Coronavirus Florida: What teenagers are thinking as pandemic shuts schools
Ke'Mahr Dawkins and Ty'Shaun Powell were shooting hoops on a basketball court in midtown Tallahassee. The 13-year-old Cobb Middle School students are bored.
"I was mad," Ke'Mahr said, when he heard schools will be closed for another month.
On Tuesday, Gov. Ron DeSantis announced school sites will be shuttered through April 15 due to the global coronavirus pandemic.
"I was mad and happy," Ty'Shaun echoed. "Because it can be boring" not going to school.
The boys said: Yes, school also can be boring, but "if we're not going anywhere," then staying home is worse.
For now, they're entertaining themselves by playing games at home, hanging out with each other, and visiting a local park each day. This week was scheduled to be the regular spring break for Leon County Schools.
The boys have "maybe" plans for going to the mall. They're taking care to be safe, but they're rather unconcerned by the threat of the coronavirus.
"We're too young to die from it," Ty'Shaun said. "But we're still going to wash our hands."
The virus, COVID-19, so far seems to affect adults more than children, according to the Centers for Disease Control and Prevention.
The teens' main concern when school starts back is about state testing.
On Tuesday, Gov. Ron DeSantis announced that annual Florida Standardized Assessments would be canceled and parents could choose to hold their kids back a year in school.
"What happens when we skip the test?" Ty'Shaun said. He held the basketball in his hands and shuffled his feet. "I'm not repeating a grade."
Elsewhere in Leon County, James S. Rickards High School student Max Ngnepieba also wondered about tests when schools start back up. Max is a senior in the school's International Baccalaureate program.
Many of his classes require lengthy essays, and a one based on a community service project, which Max pointed out is impossible at the moment.
While school is closed, Max and his 15-year-old sister, who also goes to Rickards, are playing more soccer in a nearby park.
"We're doing normal things," he said. He's still researching scholarships for college, but said he has more time now for "little hobbies" like working on his French, or picking out more tunes on the piano.
Max said he's taking the virus seriously, and is practicing good hand hygiene. His parents are from the African nation of Cameroon, and have had experiences with pandemics and epidemics before, Max said. That background helps the family put this situation in perspective, he said, and to know how to adjust.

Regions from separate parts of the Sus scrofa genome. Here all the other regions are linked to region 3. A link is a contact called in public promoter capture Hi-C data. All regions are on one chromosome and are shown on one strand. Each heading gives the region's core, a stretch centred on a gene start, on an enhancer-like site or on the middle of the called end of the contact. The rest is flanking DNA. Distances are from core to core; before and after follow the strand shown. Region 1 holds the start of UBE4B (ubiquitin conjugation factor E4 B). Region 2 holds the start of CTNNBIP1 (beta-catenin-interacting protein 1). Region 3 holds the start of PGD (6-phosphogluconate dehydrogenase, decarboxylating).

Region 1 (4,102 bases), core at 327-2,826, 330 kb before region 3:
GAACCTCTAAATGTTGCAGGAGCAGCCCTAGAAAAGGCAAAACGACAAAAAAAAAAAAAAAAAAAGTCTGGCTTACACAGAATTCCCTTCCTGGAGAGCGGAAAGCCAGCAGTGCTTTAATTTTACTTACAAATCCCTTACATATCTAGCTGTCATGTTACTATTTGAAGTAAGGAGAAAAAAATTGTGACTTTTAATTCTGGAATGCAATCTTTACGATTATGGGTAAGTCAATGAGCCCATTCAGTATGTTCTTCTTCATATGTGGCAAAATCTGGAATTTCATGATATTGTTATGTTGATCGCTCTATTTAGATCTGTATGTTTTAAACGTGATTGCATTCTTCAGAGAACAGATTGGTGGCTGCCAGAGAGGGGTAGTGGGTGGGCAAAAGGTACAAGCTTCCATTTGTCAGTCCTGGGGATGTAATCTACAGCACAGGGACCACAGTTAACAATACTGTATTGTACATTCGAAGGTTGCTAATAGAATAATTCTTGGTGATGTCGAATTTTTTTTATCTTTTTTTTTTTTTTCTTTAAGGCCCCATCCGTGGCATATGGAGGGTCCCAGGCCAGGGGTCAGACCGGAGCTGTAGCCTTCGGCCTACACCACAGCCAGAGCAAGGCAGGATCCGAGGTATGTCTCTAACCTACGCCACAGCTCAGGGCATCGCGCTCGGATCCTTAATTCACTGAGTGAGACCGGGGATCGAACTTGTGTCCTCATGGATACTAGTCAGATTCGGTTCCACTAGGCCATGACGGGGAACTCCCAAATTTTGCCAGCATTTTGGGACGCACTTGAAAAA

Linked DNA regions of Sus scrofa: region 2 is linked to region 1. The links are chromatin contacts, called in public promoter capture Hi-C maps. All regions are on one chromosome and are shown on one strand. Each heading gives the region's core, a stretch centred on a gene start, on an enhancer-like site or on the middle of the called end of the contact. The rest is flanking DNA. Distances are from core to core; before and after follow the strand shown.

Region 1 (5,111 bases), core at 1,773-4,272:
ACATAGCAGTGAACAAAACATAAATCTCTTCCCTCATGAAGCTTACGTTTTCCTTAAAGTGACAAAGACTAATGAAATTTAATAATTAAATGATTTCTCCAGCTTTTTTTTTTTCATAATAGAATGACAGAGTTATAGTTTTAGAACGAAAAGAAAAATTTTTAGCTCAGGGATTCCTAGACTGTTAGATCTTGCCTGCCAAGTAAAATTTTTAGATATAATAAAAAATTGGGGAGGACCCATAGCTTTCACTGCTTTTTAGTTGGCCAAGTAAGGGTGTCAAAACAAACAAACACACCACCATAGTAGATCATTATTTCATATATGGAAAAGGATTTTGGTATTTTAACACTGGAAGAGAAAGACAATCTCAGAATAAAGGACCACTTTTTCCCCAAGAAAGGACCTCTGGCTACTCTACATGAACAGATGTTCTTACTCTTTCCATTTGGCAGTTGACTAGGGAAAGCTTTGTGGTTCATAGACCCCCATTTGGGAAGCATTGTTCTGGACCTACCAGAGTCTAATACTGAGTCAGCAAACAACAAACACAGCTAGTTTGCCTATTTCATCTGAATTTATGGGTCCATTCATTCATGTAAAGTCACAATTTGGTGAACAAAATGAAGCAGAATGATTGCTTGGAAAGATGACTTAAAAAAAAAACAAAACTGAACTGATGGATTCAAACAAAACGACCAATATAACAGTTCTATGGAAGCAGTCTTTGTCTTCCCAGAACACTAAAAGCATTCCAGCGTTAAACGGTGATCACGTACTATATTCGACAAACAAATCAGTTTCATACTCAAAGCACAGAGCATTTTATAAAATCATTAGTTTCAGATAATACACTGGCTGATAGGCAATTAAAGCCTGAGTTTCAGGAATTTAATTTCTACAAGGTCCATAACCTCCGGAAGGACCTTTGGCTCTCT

"We honestly have no idea what's going to happen when we get back," he said of school.
Janae Scott, a graduating senior at Florida State University School, is spending a lot more "quality time" with family while the lab program is closed. Learning starts up again March 30 as the school transitions classes online.
Scott, who is going to college on a soccer scholarship, said she and her younger siblings are playing outside more.
But they're also revisiting old board games such as Monopoly, which is the game that taught her now-8-year-old brother to count.
"I don't necessarily know how to feel," Janae said of schools being closed. "Having off from everything — I've never experienced that. I'm always busy."
She's keeping up with friends much more on social media and through FaceTime. She doesn't have to worry about college acceptances being delayed since she's already committed to Florida Southern College.
As her classes enter an online setting, Janae said she's not sure how certain courses will make the switch.
For instance, her Advanced Placement Statistics class will be harder to understand as students readjust. And AP Spanish will be trickier, she said. Sculpture might be impossible.
In the meantime, she's learning how to play the guitar.
Lawton Chiles High School senior Kenneth Greene is focusing less on classes and more on how to prepare for college during the coronavirus epidemic.
"My classes right now are the least of my concerns," he said.
It's impossible to map out the logistics for university, so Kenneth is enjoying his time home as much as possible. He's been accepted to the University of Central Florida.
He said he's practicing social distancing by not spending time in large groups. He's also taking up a few online classes on the side to keep his mind occupied.
"I kind of see the virus as an opportunity for everyone to take a step back and work on themselves," he said.
Most likely, Leon County Schools seniors will not have a prom or a "Grad Bash." Superintendent Rocky Hanna has promised that seniors will be receiving their diplomas, but the details of a commencement ceremony are unknown.
"We're the coronavirus generation," Kenneth said.
Contact CD Davidson-Hiers at CDavidsonH@Tallahassee.com, or follow her on Twitter @DavidsonHiers for news about education in Leon County and Florida.
This story originally published to tallahassee.com, and was shared to other Florida newspapers in the USA TODAY Network - Florida.